23 Feb 2021

Marking Requirements for the UK

The UK left the EU single market at the end of 2020, creating new economic markets, each with its own regulatory framework that will have an impact on product conformity assessment, product marking, and market access requirements. The UK government adopted existing EU directives and regulations, forming the basis of the new UK regulatory framework for Great Britain and Northern Ireland, in place as of January.

The UK's adopted regulations include ATEX, the Gas Appliance Regulation, the Radio Equipment Directive, Machinery Directive, Toys Directive, Boiler Efficiency Directive, and the Outdoor Noise Directive. They have also assumed regulations related to electromagnetic compatibility (EMC), life safety and security, construction/building products, and personal protective equipment (PPE). When adopting these regulations, the UK government did not change the technical content, which will ensure a smooth transition. Products placed on the UK market will now require UKCA or marking (or, in the case of Northern Ireland CE/UKNI marking). Products placed on the EU market will continue to require CE marking. Marking must be handled by an approved Notified Body.


The UK Conformity Assessed (UKCA) mark is the new product mark for certain goods place on the market in England, Wales, and Scotland, and covers most goods that previously required CE marking. UKCA marking is in effect as of January of 2021, with a transition period accepting CE marking until January 2022. In some circumstances, UKCA marking is required immediately for certain goods, such as newly designed products yet to be placed on the market. Those products will require CE marking for the EU. Until 2023, goods must affix the UKCA on a label, to the product or an accompanying product. After the first of January in that year, UKCA marking must be affixed directly to the products.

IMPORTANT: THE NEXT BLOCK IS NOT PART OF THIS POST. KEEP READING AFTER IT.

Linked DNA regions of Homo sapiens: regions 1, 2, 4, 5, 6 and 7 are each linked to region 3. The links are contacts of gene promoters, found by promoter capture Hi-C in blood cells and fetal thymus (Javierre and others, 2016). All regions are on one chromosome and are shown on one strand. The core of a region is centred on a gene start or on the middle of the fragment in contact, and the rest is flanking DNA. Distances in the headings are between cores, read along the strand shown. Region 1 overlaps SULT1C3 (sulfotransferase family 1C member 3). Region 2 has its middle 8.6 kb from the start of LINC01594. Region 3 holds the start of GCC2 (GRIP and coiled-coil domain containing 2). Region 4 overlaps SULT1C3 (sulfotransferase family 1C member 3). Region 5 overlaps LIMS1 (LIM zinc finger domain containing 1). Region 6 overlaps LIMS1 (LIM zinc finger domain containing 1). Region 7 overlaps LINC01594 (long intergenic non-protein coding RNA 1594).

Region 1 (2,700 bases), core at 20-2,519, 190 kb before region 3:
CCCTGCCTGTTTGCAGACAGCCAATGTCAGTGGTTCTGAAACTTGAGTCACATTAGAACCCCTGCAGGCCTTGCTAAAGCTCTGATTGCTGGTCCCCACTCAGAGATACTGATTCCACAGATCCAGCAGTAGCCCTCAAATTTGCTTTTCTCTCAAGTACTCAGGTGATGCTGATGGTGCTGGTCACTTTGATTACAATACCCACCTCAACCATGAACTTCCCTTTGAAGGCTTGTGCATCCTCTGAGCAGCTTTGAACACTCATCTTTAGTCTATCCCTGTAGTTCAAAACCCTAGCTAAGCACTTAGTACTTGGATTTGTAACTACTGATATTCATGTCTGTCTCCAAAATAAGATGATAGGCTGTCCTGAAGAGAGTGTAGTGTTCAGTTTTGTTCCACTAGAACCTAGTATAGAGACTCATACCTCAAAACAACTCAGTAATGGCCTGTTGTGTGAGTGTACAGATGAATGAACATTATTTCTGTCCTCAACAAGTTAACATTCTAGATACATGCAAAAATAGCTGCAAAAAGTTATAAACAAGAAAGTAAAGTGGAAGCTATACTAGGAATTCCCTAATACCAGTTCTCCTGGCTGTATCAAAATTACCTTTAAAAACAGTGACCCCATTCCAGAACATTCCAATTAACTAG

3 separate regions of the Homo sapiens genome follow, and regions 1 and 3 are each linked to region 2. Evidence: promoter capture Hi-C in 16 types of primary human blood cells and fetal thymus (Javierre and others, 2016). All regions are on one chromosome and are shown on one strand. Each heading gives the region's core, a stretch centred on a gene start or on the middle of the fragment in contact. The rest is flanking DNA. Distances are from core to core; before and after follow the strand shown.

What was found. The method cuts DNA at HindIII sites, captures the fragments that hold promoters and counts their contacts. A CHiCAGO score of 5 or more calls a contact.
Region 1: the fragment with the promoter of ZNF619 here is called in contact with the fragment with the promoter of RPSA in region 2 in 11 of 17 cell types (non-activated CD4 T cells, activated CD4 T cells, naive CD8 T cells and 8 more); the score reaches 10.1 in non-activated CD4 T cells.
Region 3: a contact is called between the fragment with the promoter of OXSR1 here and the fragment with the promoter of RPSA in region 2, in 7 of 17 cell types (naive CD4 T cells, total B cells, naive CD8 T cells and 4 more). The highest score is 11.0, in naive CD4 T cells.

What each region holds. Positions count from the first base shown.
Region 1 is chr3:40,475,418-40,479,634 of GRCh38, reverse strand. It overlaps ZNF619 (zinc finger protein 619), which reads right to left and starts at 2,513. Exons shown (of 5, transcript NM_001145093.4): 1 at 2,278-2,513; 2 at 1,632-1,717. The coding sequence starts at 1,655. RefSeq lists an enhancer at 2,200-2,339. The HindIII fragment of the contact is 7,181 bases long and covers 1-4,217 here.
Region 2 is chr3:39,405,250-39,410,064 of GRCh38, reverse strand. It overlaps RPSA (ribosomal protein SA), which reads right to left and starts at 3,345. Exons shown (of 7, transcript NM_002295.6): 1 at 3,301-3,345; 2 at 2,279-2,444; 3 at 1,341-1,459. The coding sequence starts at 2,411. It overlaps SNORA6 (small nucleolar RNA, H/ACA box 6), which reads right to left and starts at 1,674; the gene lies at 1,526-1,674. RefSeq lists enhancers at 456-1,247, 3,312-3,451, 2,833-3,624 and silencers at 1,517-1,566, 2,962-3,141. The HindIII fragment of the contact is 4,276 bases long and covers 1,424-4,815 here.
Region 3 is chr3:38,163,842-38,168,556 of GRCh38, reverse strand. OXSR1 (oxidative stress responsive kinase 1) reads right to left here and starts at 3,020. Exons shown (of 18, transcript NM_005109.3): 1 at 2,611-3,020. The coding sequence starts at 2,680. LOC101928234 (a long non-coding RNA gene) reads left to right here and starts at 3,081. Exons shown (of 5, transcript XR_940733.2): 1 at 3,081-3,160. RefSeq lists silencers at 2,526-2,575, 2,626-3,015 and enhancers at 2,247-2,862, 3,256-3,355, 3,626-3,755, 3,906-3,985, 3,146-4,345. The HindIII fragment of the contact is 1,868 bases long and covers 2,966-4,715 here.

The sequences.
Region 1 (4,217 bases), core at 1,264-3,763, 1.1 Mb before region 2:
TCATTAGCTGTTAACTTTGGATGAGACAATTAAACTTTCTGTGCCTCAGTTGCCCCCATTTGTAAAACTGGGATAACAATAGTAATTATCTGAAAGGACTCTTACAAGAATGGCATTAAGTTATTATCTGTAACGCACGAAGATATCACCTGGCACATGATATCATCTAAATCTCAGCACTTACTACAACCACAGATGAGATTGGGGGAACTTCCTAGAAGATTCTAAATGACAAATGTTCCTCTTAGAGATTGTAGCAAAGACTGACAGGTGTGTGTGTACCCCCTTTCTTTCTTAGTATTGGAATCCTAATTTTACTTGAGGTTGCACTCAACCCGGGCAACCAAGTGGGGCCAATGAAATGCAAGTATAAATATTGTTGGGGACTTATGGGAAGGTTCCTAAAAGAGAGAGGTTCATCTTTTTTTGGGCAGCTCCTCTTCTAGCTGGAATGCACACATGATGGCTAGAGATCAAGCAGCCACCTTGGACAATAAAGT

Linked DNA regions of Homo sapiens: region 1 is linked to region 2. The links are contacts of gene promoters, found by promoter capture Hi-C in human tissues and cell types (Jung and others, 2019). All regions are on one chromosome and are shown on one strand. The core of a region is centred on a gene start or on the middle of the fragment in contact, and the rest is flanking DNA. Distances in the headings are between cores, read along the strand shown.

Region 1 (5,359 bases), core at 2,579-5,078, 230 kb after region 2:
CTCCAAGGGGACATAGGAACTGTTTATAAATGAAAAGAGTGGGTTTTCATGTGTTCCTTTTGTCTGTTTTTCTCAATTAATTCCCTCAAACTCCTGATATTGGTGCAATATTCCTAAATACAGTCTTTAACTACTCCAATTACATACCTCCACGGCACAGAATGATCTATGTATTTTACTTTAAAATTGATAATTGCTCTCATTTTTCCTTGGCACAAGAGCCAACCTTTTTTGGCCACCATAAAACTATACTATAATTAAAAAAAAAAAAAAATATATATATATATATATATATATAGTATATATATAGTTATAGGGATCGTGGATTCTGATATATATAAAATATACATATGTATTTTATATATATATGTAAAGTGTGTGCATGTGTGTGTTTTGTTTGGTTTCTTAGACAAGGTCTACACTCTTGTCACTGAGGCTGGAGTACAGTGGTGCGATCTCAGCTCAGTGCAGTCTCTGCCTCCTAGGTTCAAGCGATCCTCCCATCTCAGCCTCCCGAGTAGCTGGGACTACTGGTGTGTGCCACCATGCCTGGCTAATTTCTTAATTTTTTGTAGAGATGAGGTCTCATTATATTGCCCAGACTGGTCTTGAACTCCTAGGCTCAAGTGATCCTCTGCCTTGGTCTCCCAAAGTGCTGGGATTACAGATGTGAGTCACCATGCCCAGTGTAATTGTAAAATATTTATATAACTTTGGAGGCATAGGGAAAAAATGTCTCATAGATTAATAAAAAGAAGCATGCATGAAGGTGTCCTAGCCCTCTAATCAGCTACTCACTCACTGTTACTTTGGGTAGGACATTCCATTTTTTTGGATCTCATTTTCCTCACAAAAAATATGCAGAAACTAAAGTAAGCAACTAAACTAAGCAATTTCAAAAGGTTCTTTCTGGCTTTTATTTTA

UKCA marking can only be placed on a product by either the manufacturer or an authorized representative, where specified by legislation. The manufacturer takes full responsibility for the product's conformity with requirements of the relevant legislation. UKCA marking only illustrates compliance with UK legislation. Markings that may misconstrue the meaning or form of the UKCA marking cannot be used. The mark's proportions cannot be changed, and it must be at least 5mm in height.  It must be easily visible, legible, and, as of 2023, permanent.

It is important to note that the EU will not recognize UKCA marking. Products can be marked with both CE and UKCA markings, provided that are fully compliant with applicable regulations, and so long as neither impedes the visibility of the other. Products currently manufactured to the technical requirements for CE marking will be eligible for UKCA marking. Manufacturers should work with their certification partner to have the products marked for both certification schemes.


In Northern Ireland, the CE mark will be accepted the product they come from a EU conformity assessment body.  Manufactured goods placed on the market using a UK-based body can be marked CE and UKNI.  The UKNI mark must accompany another conformity mark and can never appear on a product alone and should only appear on products with specific legislation requiring it. It must be applied to the product itself or the packaging, with the possibility to feature it in manuals or supporting document in some cases.

Manufacturers are encouraged to begin transitioning to the UKCA mark for previously approved products and to ensure new products brought to market are assessed to UK regulations and receive UKCA marking for sale in Great Britain. For more insights, download our white paper and webinar recording.


Bruce McGill,
Vice President, Global Certification


Bruce McGill is the Vice President of Global Certification for Intertek, where he oversees testing and certification programs across multiple industries, including appliances, electronics, consumer goods, wireless devices, transportation technologies, energy, power generation and more. He has an educational background in engineering, design, production, and manufacturing.

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